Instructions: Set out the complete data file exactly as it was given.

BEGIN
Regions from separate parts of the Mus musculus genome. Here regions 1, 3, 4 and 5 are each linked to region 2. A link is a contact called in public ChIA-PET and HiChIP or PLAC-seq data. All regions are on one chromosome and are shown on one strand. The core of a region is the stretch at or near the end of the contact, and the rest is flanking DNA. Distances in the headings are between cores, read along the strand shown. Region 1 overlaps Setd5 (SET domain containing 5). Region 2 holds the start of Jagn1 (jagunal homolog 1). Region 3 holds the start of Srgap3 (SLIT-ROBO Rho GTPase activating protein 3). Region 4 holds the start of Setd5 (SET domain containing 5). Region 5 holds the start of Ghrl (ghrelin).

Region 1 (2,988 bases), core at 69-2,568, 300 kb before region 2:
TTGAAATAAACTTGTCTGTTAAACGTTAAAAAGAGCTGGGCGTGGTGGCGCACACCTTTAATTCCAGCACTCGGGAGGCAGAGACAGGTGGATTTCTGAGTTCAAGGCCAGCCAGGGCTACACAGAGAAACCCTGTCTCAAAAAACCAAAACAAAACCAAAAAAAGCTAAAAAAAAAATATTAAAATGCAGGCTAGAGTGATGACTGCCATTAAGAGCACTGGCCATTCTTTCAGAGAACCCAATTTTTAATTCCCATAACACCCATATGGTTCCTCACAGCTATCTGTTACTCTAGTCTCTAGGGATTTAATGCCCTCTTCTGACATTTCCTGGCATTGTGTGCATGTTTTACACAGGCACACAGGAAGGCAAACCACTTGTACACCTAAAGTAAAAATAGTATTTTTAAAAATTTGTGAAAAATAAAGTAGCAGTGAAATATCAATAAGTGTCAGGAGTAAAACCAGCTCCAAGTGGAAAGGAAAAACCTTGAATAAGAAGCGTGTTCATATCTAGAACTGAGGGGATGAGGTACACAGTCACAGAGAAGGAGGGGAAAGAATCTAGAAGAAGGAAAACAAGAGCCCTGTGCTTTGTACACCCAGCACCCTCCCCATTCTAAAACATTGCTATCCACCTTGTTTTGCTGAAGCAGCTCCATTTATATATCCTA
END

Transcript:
Regions from separate parts of the Mus musculus genome. Here regions 1, 3, 4 and 5 are each linked to region 2. A link is a contact called in public ChIA-PET and HiChIP or PLAC-seq data. All regions are on one chromosome and are shown on one strand. The core of a region is the stretch at or near the end of the contact, and the rest is flanking DNA. Distances in the headings are between cores, read along the strand shown. Region 1 overlaps Setd5 (SET domain containing 5). Region 2 holds the start of Jagn1 (jagunal homolog 1). Region 3 holds the start of Srgap3 (SLIT-ROBO Rho GTPase activating protein 3). Region 4 holds the start of Setd5 (SET domain containing 5). Region 5 holds the start of Ghrl (ghrelin).

Region 1 (2,988 bases), core at 69-2,568, 300 kb before region 2:
TTGAAATAAACTTGTCTGTTAAACGTTAAAAAGAGCTGGGCGTGGTGGCGCACACCTTTAATTCCAGCACTCGGGAGGCAGAGACAGGTGGATTTCTGAGTTCAAGGCCAGCCAGGGCTACACAGAGAAACCCTGTCTCAAAAAACCAAAACAAAACCAAAAAAAGCTAAAAAAAAAATATTAAAATGCAGGCTAGAGTGATGACTGCCATTAAGAGCACTGGCCATTCTTTCAGAGAACCCAATTTTTAATTCCCATAACACCCATATGGTTCCTCACAGCTATCTGTTACTCTAGTCTCTAGGGATTTAATGCCCTCTTCTGACATTTCCTGGCATTGTGTGCATGTTTTACACAGGCACACAGGAAGGCAAACCACTTGTACACCTAAAGTAAAAATAGTATTTTTAAAAATTTGTGAAAAATAAAGTAGCAGTGAAATATCAATAAGTGTCAGGAGTAAAACCAGCTCCAAGTGGAAAGGAAAAACCTTGAATAAGAAGCGTGTTCATATCTAGAACTGAGGGGATGAGGTACACAGTCACAGAGAAGGAGGGGAAAGAATCTAGAAGAAGGAAAACAAGAGCCCTGTGCTTTGTACACCCAGCACCCTCCCCATTCTAAAACATTGCTATCCACCTTGTTTTGCTGAAGCAGCTCCATTTATATATCCTA